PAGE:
Trigger Warning – Rape, Self Harm, Child Abuse, Alcholism, Scuicide, Over Dose
About a month ago – I was sitting in a cafe in my home town. It’s not one I like, in fact I actively dislike it. It is far to expensive and doesn’t serve drinks I like. But I went there to work, it has a good quiet and calm atmosphere. After procrastinating I open a document I am working on. ‘Principles of supporting young people in relation to sexual health and the risk of pregnancy’. It’s actually really interesting. But I had hit a wall, something I couldn’t answer. I hoped going to this new environment would help. I opened up the NSPCC website and found the information I needed.
And then I started crying.
It wouldn’t stop.
I was crying as I left the cafe. I got on a bus a spent the evening at my ex’s house, as she was the only one who understood why.
I work with young people, which means I need to have a knowledge of safeguarding. Safegaurding is when you think a young person is at risk, being abused, or a danger to themselves or others you must report this. To whom you report it to depends on your work and where you are in your organisation. The concern will be escalated to the right people, such as social services, a safeguarding lead (person in charge) of your organisation. Safegaurding happens EVERYWHERE, and applies to those 18 years and younger.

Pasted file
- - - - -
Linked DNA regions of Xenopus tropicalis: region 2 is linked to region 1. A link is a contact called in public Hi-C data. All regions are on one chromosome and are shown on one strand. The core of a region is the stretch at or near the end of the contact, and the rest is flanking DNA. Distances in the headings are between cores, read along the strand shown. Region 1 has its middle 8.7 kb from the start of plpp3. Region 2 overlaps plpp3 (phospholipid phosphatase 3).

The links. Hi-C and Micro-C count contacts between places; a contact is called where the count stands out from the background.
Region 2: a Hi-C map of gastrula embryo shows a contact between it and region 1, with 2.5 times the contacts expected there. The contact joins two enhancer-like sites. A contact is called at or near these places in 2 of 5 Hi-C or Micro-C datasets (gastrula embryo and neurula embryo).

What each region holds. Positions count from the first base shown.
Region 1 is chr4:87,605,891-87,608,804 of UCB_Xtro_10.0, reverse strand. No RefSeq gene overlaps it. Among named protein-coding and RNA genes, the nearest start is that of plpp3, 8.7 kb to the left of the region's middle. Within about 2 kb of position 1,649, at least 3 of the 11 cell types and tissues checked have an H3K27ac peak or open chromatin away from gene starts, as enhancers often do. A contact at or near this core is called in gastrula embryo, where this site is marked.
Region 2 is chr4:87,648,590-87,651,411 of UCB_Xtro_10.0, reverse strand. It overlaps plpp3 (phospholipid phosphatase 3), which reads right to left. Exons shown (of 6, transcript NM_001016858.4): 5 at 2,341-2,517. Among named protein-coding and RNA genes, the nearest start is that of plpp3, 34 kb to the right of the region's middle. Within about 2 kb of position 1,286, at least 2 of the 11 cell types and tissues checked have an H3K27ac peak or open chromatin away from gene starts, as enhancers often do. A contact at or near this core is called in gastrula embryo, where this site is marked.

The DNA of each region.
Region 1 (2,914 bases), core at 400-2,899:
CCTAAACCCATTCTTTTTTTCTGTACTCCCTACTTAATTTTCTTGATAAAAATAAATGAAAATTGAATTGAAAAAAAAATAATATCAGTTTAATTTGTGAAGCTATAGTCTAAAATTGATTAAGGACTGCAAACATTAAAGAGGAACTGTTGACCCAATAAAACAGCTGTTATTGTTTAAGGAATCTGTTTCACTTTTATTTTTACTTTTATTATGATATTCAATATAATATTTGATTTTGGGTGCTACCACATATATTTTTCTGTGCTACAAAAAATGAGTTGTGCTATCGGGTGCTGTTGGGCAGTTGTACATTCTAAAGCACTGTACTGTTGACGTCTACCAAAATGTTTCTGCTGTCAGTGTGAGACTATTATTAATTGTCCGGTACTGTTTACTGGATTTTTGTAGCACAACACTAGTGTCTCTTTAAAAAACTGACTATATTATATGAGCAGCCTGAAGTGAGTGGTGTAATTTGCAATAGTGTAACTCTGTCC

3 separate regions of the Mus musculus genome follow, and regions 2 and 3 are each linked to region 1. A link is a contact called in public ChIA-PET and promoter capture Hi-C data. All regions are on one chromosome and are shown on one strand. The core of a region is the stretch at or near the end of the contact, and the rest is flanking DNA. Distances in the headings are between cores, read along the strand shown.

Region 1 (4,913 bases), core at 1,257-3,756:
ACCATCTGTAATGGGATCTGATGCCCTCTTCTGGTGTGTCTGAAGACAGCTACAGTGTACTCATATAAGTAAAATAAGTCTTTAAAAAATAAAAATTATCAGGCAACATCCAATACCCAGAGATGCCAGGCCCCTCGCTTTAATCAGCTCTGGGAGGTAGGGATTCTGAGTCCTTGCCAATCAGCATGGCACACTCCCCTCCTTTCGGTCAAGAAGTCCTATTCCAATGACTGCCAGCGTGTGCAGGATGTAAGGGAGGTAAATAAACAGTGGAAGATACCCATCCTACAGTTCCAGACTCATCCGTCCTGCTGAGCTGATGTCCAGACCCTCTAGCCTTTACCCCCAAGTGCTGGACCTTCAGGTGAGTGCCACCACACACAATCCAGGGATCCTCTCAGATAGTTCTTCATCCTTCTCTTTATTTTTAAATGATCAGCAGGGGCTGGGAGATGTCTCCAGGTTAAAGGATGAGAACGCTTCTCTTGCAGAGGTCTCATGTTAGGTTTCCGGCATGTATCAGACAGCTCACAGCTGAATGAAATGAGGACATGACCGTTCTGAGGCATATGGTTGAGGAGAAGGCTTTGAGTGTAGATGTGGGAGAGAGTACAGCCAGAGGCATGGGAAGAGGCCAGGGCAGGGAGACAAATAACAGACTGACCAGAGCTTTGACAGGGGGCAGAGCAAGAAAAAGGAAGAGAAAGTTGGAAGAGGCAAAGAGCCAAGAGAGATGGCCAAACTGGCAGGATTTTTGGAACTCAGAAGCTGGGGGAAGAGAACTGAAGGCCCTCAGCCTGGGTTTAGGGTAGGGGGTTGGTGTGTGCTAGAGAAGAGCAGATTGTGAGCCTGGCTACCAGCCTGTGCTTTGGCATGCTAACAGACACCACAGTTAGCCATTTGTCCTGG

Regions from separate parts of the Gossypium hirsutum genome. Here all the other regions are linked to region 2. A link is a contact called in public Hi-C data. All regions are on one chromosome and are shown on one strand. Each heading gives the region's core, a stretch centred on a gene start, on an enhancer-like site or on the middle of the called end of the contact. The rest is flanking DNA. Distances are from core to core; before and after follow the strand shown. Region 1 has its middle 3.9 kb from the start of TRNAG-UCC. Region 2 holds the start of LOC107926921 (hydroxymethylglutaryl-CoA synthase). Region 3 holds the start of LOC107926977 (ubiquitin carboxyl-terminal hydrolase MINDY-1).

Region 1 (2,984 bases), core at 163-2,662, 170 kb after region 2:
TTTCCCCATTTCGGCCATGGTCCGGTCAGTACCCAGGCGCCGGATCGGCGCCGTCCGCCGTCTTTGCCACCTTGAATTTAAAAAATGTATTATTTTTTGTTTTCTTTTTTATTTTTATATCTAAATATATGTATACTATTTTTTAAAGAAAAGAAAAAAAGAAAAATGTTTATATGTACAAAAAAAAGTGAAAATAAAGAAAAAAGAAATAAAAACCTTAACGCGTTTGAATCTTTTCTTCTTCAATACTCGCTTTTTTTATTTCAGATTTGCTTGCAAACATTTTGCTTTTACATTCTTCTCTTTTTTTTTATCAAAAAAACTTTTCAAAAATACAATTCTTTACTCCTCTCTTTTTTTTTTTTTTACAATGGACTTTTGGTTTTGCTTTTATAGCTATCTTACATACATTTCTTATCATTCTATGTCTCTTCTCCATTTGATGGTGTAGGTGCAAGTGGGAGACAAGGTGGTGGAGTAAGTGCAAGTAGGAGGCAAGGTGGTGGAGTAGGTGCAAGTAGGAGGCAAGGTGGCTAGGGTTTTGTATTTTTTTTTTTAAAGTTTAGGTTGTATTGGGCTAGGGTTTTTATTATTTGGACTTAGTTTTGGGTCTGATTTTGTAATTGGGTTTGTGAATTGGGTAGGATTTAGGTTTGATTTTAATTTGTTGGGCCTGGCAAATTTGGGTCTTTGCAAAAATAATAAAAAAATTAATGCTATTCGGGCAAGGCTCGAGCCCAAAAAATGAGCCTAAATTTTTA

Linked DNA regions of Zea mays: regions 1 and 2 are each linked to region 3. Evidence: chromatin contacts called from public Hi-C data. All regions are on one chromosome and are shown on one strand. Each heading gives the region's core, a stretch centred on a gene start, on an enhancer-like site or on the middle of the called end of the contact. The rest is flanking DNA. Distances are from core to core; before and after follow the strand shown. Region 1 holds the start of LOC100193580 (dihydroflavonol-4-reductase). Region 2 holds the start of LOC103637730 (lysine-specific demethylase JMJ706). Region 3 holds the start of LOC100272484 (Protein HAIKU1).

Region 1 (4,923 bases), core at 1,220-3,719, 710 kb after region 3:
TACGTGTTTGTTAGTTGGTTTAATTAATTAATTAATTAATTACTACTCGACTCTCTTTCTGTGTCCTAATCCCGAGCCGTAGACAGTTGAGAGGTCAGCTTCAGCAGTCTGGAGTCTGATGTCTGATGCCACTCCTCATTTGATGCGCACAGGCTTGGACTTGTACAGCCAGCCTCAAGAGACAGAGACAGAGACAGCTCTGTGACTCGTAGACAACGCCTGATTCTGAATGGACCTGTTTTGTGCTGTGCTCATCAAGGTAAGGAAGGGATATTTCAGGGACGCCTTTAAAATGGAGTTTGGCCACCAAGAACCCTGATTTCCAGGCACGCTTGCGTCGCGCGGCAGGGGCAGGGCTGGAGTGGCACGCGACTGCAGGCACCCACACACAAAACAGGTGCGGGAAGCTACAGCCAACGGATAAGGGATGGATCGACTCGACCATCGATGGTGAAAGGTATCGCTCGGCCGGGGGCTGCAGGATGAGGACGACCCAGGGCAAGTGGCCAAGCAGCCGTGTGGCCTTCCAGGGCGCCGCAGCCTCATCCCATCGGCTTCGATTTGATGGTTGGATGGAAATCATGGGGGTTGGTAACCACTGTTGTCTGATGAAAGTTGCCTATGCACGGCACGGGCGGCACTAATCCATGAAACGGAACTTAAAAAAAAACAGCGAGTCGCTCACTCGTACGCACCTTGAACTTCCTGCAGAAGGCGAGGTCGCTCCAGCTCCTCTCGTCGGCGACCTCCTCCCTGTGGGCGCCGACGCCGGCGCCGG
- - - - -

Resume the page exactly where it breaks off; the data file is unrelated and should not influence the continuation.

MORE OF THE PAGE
I have been working with young people for some time but it was not until recently that my understanding of laws and procedures improved. It was also around this time that I started to recognise and deal with my own abuse.
You probably didn’t know about this. Until now only my therapist and my ex girlfriend did. And that’s not because I wanted to keep it a secret, it was because I didn’t recognise it for the abuse it was.
A few weeks earlier – I am at a work, for a study day. I have the same document open. I ask my manager for help with a question. He says the words ‘sexual abuse’, and I start crying. Why do you have to cry Alex? Why can’t you stop?